The Berean Expositor
Volume 17 - Page 109 of 144
Index | Zoom
The Epistle to the Romans
The just by faith shall live (Rom. 1: 17).
Three items of great importance remain to be considered before we can leave
Rom. i.17.They are:
1. The facts involved in the word" revealed."
2. The meaning of "faith."
3. The quotation from Hab. 2: 4
The Revelation of Righteousness and Wrath
The gospel of God was promised by the prophets of the Old Testament Scriptures.
With this fact Romans opens (1: I, 2). Not only so, but upon the declaration of the gospel,
the law and the prophets come forward as witnesses (Rom. 3: 21). Both Abraham and
David are cited in Rom. 4: as bearing witness to the initial fact of this gospel, namely,
the imputation of righteousness apart from works and only by faith. The inner teaching,
the mystery of it as associated with Adam and Christ, is opened up for the first time in
Rom. 5: 12-21, nevertheless Gen. 3: remains as originally written, and but confirms the
revelation given through Paul.
In Rom. 10: 6-10 a witness is found to the righteousness which is of faith in the
somewhat strange words of Moses recorded in Deut. 30: 12,13. The gospel, however, is
the chosen instrument for the REVELATION of the righteousness of God by faith,
which constitutes the power of the gospel, "But now the righteousness of God without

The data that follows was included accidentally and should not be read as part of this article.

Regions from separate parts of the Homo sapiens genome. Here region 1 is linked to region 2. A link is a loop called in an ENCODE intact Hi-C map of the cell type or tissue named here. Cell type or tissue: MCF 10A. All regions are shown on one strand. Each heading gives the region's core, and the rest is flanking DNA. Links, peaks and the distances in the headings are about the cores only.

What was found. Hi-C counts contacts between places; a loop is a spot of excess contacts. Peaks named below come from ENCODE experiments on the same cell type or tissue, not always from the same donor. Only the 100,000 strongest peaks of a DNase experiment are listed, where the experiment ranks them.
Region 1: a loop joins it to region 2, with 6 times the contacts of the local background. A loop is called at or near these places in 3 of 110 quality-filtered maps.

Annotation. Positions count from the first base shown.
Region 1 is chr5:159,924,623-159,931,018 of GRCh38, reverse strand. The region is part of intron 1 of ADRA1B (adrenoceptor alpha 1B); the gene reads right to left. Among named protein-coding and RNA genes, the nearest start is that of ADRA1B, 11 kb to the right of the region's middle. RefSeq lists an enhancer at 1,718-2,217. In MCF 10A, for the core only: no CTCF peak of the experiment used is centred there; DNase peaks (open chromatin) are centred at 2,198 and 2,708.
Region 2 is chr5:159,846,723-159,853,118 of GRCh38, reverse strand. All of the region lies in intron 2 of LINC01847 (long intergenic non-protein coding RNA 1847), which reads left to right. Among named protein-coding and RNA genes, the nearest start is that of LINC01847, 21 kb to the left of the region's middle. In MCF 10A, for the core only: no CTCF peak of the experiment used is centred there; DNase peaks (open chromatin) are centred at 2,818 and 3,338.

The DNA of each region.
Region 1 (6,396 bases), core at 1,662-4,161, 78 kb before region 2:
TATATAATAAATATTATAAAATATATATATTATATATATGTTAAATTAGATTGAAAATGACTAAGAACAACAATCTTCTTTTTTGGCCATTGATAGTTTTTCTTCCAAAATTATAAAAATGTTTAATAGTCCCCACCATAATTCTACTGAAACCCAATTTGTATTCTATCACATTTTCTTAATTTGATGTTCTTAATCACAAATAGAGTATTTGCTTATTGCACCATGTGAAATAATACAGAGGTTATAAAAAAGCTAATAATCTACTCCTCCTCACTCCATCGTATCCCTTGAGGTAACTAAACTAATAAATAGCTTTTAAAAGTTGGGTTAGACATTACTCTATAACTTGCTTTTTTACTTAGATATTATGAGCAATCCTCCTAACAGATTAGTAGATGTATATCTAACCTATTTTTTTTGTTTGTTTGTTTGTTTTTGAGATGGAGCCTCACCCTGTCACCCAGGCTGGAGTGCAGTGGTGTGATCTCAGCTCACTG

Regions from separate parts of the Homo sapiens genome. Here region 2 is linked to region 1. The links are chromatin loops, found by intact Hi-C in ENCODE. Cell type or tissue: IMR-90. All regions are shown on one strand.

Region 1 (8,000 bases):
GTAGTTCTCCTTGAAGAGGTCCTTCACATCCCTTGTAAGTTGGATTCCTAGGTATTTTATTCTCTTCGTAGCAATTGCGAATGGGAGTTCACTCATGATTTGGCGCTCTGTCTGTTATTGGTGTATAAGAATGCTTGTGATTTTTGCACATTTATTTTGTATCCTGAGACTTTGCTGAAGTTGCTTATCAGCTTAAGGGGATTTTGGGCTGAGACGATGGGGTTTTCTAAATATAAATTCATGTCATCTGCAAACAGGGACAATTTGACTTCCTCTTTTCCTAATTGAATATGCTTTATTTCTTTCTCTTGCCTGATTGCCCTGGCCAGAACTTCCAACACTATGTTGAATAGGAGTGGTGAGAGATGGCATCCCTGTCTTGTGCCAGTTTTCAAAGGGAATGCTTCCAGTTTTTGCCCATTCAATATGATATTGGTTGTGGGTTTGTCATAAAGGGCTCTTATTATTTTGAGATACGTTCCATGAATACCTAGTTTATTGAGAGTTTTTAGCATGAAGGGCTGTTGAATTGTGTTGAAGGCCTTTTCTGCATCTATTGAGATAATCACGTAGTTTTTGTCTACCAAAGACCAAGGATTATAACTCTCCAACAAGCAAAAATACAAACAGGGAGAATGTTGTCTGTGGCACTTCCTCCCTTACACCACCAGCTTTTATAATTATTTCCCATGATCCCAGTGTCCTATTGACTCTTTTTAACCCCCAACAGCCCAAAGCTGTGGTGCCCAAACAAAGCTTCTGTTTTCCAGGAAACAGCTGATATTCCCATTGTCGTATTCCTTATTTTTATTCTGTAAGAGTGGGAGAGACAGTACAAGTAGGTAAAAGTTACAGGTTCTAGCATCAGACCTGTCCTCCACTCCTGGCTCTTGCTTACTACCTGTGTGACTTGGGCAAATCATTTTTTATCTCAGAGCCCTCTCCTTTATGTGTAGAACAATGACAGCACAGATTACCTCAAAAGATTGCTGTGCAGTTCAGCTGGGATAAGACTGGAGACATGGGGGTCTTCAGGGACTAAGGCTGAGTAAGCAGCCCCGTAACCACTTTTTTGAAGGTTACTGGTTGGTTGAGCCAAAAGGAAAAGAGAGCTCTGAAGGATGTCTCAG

the law is manifested, being witnessed by the law and the prophets" (Rom. 3: 21). Isa.
Ivi. I says, " My salvation is near to come, and My righteousness to be revealed." Isaiah
said" near" ; Paul said" now."
Until the Lord had made the one great offering for sin, the full revelation could not
be given, the types and shadows could not be fully interpreted. Paul could preach Jesus
Christ according to the revelation of the mystery which was kept secret in times aionion,
but was then made manifest and by the Scriptures of the prophets confirmed, as we have
already seen, and made known among all nations for faith obedience (Rom. 16: 25-27).
We must not omit from our reckoning the statement of Rom. 1: 18-20. Here had been
another" revelation," other facts of God had been" made known," if not since the age
times, yet" since" the creation of the world. This revelation made known the" power" of
God, and left the disobedient without excuse, but it was not the power of God unto salva-
tion; it revealed the "wrath of God," but not the "righteousness of God by faith."
Conscience and creation declare the glory of God, and set forth His eternal power and
Godhead, but the gospel reveals that which alone can save poor sinful men, viz., "a
righteousness of God by faith."
The meaning of faith.
Perhaps no simpler illustration of the essence of faith is found in Scripture than is
contained in the words of Paul, "I believe God, that it shall be even as it was told me"
(Acts 27: 25). The circumstances in which this statement was made were those of
human extremity. The ship on which Paul was being taken a prisoner to Rome had been
caught in a violent tempest. In the graphic language of Luke, an eyewitness, we learn that
when the ship could not bear up into the wind, " we let her drive." The strain on the great
central mast caused the timbers of the ship to spring, which necessitated what is called"
undergirding." The sailors then strake sail," or "lowered the gear," so that the great sail
should just steady the ship, "and so were driven." The danger increased and the ship was
further lightened, neither sun nor stars appearing for many days, and" all hope that we
should be saved was taken away." It was then that faith arose victorious. It was not just a
passing mood, nor the hysteria of a religious mind, it rested upon the spoken word and
promise of God :